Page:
Natural gas, the second-most actively traded energy futures contract in the world, isn't that much different than most things when it comes to pricing.
Demand and supply are the two main factors that dictate the direction of natural gas prices.
Weather is an important part of natural gas demand. When temperatures spend more time at the extremes than usual (very hot and very cold), natural gas consumption picks up through increased demand for heat and air-conditioning.
Supply, of course, is dependent on production. Given that most of us have heard the word "shale" at some point in recent years, it shouldn't come as much of a surprise to hear that natural gas production has been rising in the last decade alongside advanced fracking technology.
At this point last year, natural gas supplies (inventories) were hovering near record highs. I'll give you one guess as to where the price of natural gas was trading at that time.
If you answered "historically low," then give yourself a pat on the back. Natural gas prices in the first quarter of 2016 hit 17-year lows when they touched $1.64 per million British Thermal Units in March of 2016.
Fast forward to 2017, and natural gas inventories are nearly 17% lower than they were a year ago. If you’re now thinking that the price of natural gas has likely increased as supply went down, then you are right once again.
Over the course of the last year, natural gas has staged an impressive rally and now sits well above $3.00 per million British Thermal Units (getting as high as $3.30 in April 2017).
Last year, tastytrade's resident futures expert Pete Mulmat predicted that historically high inventories, combined with historically low prices, would put pressure on producers to lower output. Over time, his belief was that decreased production would eventually translate to reduced inventories, consequently pushing prices higher.
Pete nailed that prediction, as that precise scenario has indeed come to pass.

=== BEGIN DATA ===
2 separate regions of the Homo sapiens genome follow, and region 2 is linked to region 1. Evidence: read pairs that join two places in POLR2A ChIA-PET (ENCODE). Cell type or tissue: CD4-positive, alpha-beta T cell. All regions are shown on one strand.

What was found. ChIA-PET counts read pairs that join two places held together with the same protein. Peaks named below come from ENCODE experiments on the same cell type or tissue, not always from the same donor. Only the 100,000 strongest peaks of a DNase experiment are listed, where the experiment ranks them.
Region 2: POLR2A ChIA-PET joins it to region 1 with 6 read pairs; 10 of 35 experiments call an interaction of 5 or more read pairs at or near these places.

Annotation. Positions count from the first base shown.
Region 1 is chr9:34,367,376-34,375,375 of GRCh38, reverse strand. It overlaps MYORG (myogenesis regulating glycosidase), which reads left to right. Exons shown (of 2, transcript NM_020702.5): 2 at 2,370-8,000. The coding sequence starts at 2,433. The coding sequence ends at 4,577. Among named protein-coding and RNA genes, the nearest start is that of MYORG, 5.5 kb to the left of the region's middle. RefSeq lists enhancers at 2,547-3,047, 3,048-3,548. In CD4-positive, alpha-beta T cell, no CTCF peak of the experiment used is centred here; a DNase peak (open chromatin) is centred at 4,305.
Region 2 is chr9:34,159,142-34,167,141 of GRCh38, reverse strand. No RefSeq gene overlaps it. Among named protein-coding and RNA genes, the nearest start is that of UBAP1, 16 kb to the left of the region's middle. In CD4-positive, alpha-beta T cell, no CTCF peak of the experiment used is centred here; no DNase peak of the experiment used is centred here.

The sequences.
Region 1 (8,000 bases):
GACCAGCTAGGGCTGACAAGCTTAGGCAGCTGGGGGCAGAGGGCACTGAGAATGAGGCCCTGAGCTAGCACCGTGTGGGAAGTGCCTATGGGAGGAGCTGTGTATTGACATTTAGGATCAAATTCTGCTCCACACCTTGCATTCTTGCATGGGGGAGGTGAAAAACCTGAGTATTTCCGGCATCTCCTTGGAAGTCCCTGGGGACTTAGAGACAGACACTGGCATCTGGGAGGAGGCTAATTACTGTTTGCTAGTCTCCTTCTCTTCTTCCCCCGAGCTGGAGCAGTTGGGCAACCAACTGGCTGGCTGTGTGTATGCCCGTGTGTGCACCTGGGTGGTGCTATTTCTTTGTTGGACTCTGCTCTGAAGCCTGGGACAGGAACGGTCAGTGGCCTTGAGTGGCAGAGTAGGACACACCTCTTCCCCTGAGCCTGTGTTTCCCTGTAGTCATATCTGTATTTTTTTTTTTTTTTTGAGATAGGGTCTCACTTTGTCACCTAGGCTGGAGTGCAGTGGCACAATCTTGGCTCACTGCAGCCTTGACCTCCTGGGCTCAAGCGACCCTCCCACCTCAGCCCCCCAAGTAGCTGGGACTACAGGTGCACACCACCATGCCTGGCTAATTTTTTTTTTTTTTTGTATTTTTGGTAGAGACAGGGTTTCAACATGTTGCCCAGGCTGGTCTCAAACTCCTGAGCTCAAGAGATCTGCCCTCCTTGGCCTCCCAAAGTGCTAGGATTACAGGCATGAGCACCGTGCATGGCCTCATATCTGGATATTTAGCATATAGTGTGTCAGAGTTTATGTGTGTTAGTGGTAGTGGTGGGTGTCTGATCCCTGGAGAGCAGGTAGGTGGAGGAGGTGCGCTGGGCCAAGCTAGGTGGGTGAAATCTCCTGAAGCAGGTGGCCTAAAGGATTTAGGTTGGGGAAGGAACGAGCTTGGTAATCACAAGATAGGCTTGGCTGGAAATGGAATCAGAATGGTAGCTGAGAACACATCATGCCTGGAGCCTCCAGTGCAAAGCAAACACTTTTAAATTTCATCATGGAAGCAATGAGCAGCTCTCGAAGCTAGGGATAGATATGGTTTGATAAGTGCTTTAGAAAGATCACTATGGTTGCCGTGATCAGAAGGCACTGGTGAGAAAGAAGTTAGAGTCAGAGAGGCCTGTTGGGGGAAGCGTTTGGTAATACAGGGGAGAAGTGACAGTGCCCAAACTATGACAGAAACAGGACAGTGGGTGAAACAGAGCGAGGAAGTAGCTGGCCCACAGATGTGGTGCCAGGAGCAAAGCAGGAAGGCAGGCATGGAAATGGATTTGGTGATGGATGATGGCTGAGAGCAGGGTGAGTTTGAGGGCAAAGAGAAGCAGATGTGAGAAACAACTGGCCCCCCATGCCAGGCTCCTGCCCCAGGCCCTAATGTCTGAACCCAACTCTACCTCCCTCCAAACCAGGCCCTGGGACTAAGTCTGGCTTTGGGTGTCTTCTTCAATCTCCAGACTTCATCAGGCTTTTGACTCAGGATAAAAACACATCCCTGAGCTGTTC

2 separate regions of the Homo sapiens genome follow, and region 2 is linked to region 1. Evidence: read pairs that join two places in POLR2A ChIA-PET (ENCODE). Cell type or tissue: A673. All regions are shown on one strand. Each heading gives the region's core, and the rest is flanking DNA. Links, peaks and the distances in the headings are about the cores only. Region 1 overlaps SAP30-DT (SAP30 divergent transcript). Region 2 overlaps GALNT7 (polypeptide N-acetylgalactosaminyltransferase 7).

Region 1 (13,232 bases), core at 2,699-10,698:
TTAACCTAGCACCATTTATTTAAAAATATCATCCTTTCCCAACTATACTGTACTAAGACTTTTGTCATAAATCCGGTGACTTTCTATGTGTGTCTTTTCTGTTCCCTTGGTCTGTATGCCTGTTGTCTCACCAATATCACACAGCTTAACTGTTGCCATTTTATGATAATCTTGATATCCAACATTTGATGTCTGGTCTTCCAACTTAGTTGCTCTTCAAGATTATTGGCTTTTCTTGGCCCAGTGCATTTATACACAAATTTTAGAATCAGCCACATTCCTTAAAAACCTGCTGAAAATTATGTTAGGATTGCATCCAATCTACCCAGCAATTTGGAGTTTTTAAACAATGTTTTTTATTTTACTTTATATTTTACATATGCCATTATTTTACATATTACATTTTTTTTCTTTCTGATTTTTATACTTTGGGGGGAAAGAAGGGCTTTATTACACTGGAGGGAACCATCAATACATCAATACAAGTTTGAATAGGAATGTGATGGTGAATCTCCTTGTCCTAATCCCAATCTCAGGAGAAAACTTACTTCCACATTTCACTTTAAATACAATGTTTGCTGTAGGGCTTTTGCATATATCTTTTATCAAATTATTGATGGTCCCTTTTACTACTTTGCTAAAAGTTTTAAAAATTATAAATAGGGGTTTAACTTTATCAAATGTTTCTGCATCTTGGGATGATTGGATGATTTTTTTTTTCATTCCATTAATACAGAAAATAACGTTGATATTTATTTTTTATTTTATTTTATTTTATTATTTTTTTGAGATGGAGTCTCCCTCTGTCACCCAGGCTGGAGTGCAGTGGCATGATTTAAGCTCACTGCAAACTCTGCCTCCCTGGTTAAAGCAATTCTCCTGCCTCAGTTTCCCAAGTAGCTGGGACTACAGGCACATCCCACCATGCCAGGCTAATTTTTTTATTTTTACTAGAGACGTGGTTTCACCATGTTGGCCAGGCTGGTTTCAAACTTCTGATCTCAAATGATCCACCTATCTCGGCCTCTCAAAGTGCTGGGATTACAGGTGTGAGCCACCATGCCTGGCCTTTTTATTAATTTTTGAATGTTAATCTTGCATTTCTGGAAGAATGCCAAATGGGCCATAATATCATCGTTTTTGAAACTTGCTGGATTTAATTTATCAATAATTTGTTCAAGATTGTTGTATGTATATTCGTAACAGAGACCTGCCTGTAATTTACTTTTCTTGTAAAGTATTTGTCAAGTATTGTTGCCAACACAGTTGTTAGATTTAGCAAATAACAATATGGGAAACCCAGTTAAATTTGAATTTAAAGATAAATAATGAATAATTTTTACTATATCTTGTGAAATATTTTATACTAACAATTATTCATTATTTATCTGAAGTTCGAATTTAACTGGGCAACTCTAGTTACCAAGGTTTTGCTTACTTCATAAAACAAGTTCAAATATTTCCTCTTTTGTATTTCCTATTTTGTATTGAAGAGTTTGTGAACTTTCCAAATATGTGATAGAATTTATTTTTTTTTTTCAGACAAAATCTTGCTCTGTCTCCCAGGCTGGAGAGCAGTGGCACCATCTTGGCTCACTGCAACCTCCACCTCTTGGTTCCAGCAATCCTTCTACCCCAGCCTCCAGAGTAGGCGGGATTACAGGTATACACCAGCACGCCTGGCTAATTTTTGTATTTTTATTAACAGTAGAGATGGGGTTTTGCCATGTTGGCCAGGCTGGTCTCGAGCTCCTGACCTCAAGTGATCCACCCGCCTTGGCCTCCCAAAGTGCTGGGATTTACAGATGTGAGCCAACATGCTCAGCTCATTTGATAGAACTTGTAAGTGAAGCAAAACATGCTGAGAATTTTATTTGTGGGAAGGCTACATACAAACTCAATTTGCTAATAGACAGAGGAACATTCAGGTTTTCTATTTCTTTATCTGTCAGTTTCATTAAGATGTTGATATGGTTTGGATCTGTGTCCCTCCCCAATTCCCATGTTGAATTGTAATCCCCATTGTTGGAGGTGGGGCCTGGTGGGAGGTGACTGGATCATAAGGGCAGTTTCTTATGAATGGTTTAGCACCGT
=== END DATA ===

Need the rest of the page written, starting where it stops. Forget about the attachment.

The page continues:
Whether you traded natural gas in the last year or not, there may be further opportunities in this much-followed commodity again at some point in the near future.
A cooler than expected spring in the United States has pushed up demand for heat in the short-term, which may be helping to sustain the rally in natural gas prices since last year. However, another important factor to note is that natural gas exports have been picking up over the last couple months.
Recently, the Chinese government announced they would reduce dependence on coal usage in favor of natural gas in the country's capital, Beijing. Well-circulated reports of frequent smog warnings in some of China's largest cities over the last several years could be the reason for this change. The Japanese have also indicated their desire to ramp up reliance on natural gas after the big scare at the Fukushima nuclear reactor.
While these developments may not be playing a direct role in rising natural gas exports from the USA at this precise moment, there's a good chance that demand from international consumers could at some point boost exports well beyond what's been seen historically.
The one things that is certain is that over the next several months, demand and supply will play a critical role in dictating whether natural gas prices rally even further, or experience a corrective sell-off.
On the demand side, hotter than normal weather this summer could help extend the rally. Additionally, traders should continue to monitor natural gas exports. If those continue to rise, then the uptrend in natural gas may extend much longer than the rally observed from 2016 to 2017.
Lastly, natural gas inventory numbers will continue to be an important data point. Just like crude oil, if storage levels get drawn down, that can be bullish for the underlying commodity (and vice versa).
If you have any questions about trading natural gas, or any other commodity, we hope you'll leave a comment below or email us directly at email@example.com.
Sage Anderson has an extensive background trading equity derivatives and managing volatility-based portfolios. He has traded hundreds of thousands of contracts across the spectrum of industries in the single-stock universe.